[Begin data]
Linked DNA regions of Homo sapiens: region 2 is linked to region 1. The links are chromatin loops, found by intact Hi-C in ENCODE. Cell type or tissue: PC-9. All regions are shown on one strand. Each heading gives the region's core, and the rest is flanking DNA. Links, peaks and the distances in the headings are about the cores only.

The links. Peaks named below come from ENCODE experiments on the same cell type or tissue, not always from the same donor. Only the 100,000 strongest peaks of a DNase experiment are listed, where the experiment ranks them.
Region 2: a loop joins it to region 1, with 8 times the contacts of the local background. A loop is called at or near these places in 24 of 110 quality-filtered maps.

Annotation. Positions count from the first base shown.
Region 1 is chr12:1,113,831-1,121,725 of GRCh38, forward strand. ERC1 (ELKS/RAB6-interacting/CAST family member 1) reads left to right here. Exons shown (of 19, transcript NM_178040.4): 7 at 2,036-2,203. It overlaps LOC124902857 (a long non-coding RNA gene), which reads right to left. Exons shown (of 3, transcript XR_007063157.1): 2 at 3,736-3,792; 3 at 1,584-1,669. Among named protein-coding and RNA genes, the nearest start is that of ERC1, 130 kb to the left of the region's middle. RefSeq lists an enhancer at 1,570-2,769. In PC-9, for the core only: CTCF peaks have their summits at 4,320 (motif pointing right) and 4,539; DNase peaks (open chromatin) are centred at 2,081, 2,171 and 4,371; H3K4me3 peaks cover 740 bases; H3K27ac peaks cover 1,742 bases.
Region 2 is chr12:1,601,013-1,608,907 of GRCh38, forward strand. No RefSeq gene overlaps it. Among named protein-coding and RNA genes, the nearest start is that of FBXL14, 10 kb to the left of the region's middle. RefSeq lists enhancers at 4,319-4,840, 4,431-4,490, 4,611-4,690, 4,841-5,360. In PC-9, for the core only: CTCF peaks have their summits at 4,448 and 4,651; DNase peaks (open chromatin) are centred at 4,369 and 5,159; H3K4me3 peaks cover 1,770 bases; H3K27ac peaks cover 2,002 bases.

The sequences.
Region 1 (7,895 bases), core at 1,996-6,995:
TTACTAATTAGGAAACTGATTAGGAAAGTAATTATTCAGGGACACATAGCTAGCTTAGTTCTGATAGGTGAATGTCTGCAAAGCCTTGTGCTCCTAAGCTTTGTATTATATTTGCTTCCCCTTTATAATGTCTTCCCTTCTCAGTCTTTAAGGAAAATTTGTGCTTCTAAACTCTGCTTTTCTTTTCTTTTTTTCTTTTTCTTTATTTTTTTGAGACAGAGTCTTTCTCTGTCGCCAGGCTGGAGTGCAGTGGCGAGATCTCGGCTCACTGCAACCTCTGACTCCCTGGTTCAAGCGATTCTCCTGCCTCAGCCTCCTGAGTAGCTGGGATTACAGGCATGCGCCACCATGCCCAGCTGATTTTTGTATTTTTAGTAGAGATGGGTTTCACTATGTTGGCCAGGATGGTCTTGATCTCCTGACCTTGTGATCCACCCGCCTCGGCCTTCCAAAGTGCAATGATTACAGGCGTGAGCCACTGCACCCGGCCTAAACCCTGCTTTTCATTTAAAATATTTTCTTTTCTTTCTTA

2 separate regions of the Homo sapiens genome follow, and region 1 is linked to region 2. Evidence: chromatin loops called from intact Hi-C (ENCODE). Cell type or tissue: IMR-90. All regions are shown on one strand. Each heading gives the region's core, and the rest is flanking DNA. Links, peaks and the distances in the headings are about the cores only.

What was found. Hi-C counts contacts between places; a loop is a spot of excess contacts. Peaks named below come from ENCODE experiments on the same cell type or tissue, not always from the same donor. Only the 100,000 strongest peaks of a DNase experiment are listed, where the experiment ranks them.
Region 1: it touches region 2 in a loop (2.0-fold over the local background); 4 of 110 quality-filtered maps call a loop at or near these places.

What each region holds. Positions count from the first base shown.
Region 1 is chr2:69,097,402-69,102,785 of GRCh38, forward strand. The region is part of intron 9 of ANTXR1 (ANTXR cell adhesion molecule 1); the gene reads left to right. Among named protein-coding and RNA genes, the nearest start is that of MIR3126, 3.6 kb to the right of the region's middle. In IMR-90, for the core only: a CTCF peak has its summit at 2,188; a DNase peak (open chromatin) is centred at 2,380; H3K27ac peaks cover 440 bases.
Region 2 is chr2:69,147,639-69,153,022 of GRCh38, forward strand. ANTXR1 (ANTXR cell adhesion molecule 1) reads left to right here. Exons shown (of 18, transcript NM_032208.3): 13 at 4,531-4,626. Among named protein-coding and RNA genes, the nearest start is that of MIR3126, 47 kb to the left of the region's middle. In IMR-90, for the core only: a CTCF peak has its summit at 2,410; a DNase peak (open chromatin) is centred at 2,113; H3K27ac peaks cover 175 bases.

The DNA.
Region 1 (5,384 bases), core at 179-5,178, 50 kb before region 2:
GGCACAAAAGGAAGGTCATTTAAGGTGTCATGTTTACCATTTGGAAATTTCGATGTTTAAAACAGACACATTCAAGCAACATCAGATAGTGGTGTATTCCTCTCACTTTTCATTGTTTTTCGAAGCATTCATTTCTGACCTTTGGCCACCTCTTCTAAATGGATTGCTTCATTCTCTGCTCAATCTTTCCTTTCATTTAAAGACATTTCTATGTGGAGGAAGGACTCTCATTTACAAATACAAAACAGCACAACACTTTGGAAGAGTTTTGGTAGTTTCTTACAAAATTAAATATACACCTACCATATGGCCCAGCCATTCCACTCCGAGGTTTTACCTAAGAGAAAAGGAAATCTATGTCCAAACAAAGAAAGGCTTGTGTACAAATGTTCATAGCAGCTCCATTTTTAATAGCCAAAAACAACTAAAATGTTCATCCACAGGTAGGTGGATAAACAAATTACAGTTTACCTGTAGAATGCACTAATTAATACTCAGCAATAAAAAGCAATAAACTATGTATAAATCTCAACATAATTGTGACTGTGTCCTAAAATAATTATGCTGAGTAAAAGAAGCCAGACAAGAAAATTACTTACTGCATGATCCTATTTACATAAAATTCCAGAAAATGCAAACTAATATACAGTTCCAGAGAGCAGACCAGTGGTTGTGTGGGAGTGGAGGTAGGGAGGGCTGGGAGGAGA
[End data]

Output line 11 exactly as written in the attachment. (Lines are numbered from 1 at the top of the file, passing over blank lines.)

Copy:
What was found. Hi-C counts contacts between places; a loop is a spot of excess contacts. Peaks named below come from ENCODE experiments on the same cell type or tissue, not always from the same donor. Only the 100,000 strongest peaks of a DNase experiment are listed, where the experiment ranks them.